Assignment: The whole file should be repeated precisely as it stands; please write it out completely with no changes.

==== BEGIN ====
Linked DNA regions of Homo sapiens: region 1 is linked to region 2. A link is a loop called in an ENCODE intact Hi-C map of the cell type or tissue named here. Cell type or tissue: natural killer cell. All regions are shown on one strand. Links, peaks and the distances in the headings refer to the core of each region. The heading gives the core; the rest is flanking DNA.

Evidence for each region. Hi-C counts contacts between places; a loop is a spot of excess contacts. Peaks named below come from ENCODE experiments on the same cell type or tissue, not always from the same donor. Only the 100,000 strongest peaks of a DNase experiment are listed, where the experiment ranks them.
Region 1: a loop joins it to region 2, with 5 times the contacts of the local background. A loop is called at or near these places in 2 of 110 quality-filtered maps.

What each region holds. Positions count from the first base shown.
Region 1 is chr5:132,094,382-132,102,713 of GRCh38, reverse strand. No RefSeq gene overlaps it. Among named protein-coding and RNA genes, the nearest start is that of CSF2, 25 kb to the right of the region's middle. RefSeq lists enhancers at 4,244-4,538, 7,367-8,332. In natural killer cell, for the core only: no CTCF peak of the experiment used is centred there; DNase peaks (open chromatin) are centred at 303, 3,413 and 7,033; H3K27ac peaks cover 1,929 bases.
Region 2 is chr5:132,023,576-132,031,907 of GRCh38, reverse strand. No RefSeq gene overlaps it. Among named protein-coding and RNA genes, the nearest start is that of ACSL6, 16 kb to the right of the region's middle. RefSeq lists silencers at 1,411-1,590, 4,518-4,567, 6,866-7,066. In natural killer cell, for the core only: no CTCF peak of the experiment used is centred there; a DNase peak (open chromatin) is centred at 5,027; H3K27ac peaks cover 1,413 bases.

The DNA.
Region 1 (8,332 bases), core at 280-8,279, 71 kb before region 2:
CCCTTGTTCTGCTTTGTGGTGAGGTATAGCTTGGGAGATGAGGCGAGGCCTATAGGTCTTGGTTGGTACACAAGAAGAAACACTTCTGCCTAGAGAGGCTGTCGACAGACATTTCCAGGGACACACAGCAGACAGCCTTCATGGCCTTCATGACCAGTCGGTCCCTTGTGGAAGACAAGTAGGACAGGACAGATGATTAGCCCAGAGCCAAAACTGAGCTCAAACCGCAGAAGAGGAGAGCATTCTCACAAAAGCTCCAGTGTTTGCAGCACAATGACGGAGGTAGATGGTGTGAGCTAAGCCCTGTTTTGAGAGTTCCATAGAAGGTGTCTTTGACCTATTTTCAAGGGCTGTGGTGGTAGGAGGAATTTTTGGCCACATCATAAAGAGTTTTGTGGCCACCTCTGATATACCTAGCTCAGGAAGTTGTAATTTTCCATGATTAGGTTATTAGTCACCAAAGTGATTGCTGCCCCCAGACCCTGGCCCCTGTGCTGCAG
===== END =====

Linked DNA regions of Homo sapiens: region 1 is linked to region 2. A link is a loop called in an ENCODE intact Hi-C map of the cell type or tissue named here. Cell type or tissue: natural killer cell. All regions are shown on one strand. Links, peaks and the distances in the headings refer to the core of each region. The heading gives the core; the rest is flanking DNA.

Evidence for each region. Hi-C counts contacts between places; a loop is a spot of excess contacts. Peaks named below come from ENCODE experiments on the same cell type or tissue, not always from the same donor. Only the 100,000 strongest peaks of a DNase experiment are listed, where the experiment ranks them.
Region 1: a loop joins it to region 2, with 5 times the contacts of the local background. A loop is called at or near these places in 2 of 110 quality-filtered maps.

What each region holds. Positions count from the first base shown.
Region 1 is chr5:132,094,382-132,102,713 of GRCh38, reverse strand. No RefSeq gene overlaps it. Among named protein-coding and RNA genes, the nearest start is that of CSF2, 25 kb to the right of the region's middle. RefSeq lists enhancers at 4,244-4,538, 7,367-8,332. In natural killer cell, for the core only: no CTCF peak of the experiment used is centred there; DNase peaks (open chromatin) are centred at 303, 3,413 and 7,033; H3K27ac peaks cover 1,929 bases.
Region 2 is chr5:132,023,576-132,031,907 of GRCh38, reverse strand. No RefSeq gene overlaps it. Among named protein-coding and RNA genes, the nearest start is that of ACSL6, 16 kb to the right of the region's middle. RefSeq lists silencers at 1,411-1,590, 4,518-4,567, 6,866-7,066. In natural killer cell, for the core only: no CTCF peak of the experiment used is centred there; a DNase peak (open chromatin) is centred at 5,027; H3K27ac peaks cover 1,413 bases.

The DNA.
Region 1 (8,332 bases), core at 280-8,279, 71 kb before region 2:
CCCTTGTTCTGCTTTGTGGTGAGGTATAGCTTGGGAGATGAGGCGAGGCCTATAGGTCTTGGTTGGTACACAAGAAGAAACACTTCTGCCTAGAGAGGCTGTCGACAGACATTTCCAGGGACACACAGCAGACAGCCTTCATGGCCTTCATGACCAGTCGGTCCCTTGTGGAAGACAAGTAGGACAGGACAGATGATTAGCCCAGAGCCAAAACTGAGCTCAAACCGCAGAAGAGGAGAGCATTCTCACAAAAGCTCCAGTGTTTGCAGCACAATGACGGAGGTAGATGGTGTGAGCTAAGCCCTGTTTTGAGAGTTCCATAGAAGGTGTCTTTGACCTATTTTCAAGGGCTGTGGTGGTAGGAGGAATTTTTGGCCACATCATAAAGAGTTTTGTGGCCACCTCTGATATACCTAGCTCAGGAAGTTGTAATTTTCCATGATTAGGTTATTAGTCACCAAAGTGATTGCTGCCCCCAGACCCTGGCCCCTGTGCTGCAG